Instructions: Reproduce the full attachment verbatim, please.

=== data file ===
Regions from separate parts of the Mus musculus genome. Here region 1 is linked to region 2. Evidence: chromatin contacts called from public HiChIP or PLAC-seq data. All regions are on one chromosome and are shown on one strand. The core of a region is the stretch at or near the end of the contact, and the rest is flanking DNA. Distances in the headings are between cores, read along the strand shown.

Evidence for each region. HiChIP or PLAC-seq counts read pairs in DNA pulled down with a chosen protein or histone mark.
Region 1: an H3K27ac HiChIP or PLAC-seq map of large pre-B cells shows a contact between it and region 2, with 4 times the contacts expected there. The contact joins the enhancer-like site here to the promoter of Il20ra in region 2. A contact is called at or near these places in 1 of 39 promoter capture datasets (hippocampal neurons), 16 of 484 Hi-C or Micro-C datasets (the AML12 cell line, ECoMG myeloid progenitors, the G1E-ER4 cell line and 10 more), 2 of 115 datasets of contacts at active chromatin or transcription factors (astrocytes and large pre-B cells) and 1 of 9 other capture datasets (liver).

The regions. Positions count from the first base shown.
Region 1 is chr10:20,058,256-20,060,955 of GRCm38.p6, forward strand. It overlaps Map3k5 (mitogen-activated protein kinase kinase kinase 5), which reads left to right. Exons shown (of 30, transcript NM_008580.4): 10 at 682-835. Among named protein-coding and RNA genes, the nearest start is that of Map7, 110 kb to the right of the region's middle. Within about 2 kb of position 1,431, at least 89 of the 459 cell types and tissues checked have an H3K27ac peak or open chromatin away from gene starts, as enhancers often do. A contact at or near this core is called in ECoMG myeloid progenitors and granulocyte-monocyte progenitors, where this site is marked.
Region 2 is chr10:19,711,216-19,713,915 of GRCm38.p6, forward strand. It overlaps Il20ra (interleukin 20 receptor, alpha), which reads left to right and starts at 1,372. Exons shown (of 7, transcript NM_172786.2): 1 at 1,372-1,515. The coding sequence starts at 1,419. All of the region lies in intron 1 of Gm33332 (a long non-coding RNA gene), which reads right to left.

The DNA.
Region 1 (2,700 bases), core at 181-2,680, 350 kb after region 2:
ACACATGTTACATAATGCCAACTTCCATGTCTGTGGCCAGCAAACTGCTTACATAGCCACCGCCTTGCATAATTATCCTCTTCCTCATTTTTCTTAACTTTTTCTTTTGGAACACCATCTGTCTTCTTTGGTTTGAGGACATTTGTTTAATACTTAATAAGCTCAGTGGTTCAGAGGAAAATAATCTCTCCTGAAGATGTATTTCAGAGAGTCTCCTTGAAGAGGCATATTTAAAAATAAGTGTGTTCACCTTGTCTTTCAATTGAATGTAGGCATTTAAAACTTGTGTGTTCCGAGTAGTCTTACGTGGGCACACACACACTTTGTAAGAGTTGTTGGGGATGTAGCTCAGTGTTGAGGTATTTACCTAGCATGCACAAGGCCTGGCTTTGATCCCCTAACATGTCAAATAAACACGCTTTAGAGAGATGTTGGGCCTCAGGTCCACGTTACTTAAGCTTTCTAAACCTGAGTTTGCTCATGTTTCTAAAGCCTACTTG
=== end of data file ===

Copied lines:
Regions from separate parts of the Mus musculus genome. Here region 1 is linked to region 2. Evidence: chromatin contacts called from public HiChIP or PLAC-seq data. All regions are on one chromosome and are shown on one strand. The core of a region is the stretch at or near the end of the contact, and the rest is flanking DNA. Distances in the headings are between cores, read along the strand shown.

Evidence for each region. HiChIP or PLAC-seq counts read pairs in DNA pulled down with a chosen protein or histone mark.
Region 1: an H3K27ac HiChIP or PLAC-seq map of large pre-B cells shows a contact between it and region 2, with 4 times the contacts expected there. The contact joins the enhancer-like site here to the promoter of Il20ra in region 2. A contact is called at or near these places in 1 of 39 promoter capture datasets (hippocampal neurons), 16 of 484 Hi-C or Micro-C datasets (the AML12 cell line, ECoMG myeloid progenitors, the G1E-ER4 cell line and 10 more), 2 of 115 datasets of contacts at active chromatin or transcription factors (astrocytes and large pre-B cells) and 1 of 9 other capture datasets (liver).

The regions. Positions count from the first base shown.
Region 1 is chr10:20,058,256-20,060,955 of GRCm38.p6, forward strand. It overlaps Map3k5 (mitogen-activated protein kinase kinase kinase 5), which reads left to right. Exons shown (of 30, transcript NM_008580.4): 10 at 682-835. Among named protein-coding and RNA genes, the nearest start is that of Map7, 110 kb to the right of the region's middle. Within about 2 kb of position 1,431, at least 89 of the 459 cell types and tissues checked have an H3K27ac peak or open chromatin away from gene starts, as enhancers often do. A contact at or near this core is called in ECoMG myeloid progenitors and granulocyte-monocyte progenitors, where this site is marked.
Region 2 is chr10:19,711,216-19,713,915 of GRCm38.p6, forward strand. It overlaps Il20ra (interleukin 20 receptor, alpha), which reads left to right and starts at 1,372. Exons shown (of 7, transcript NM_172786.2): 1 at 1,372-1,515. The coding sequence starts at 1,419. All of the region lies in intron 1 of Gm33332 (a long non-coding RNA gene), which reads right to left.

The DNA.
Region 1 (2,700 bases), core at 181-2,680, 350 kb after region 2:
ACACATGTTACATAATGCCAACTTCCATGTCTGTGGCCAGCAAACTGCTTACATAGCCACCGCCTTGCATAATTATCCTCTTCCTCATTTTTCTTAACTTTTTCTTTTGGAACACCATCTGTCTTCTTTGGTTTGAGGACATTTGTTTAATACTTAATAAGCTCAGTGGTTCAGAGGAAAATAATCTCTCCTGAAGATGTATTTCAGAGAGTCTCCTTGAAGAGGCATATTTAAAAATAAGTGTGTTCACCTTGTCTTTCAATTGAATGTAGGCATTTAAAACTTGTGTGTTCCGAGTAGTCTTACGTGGGCACACACACACTTTGTAAGAGTTGTTGGGGATGTAGCTCAGTGTTGAGGTATTTACCTAGCATGCACAAGGCCTGGCTTTGATCCCCTAACATGTCAAATAAACACGCTTTAGAGAGATGTTGGGCCTCAGGTCCACGTTACTTAAGCTTTCTAAACCTGAGTTTGCTCATGTTTCTAAAGCCTACTTG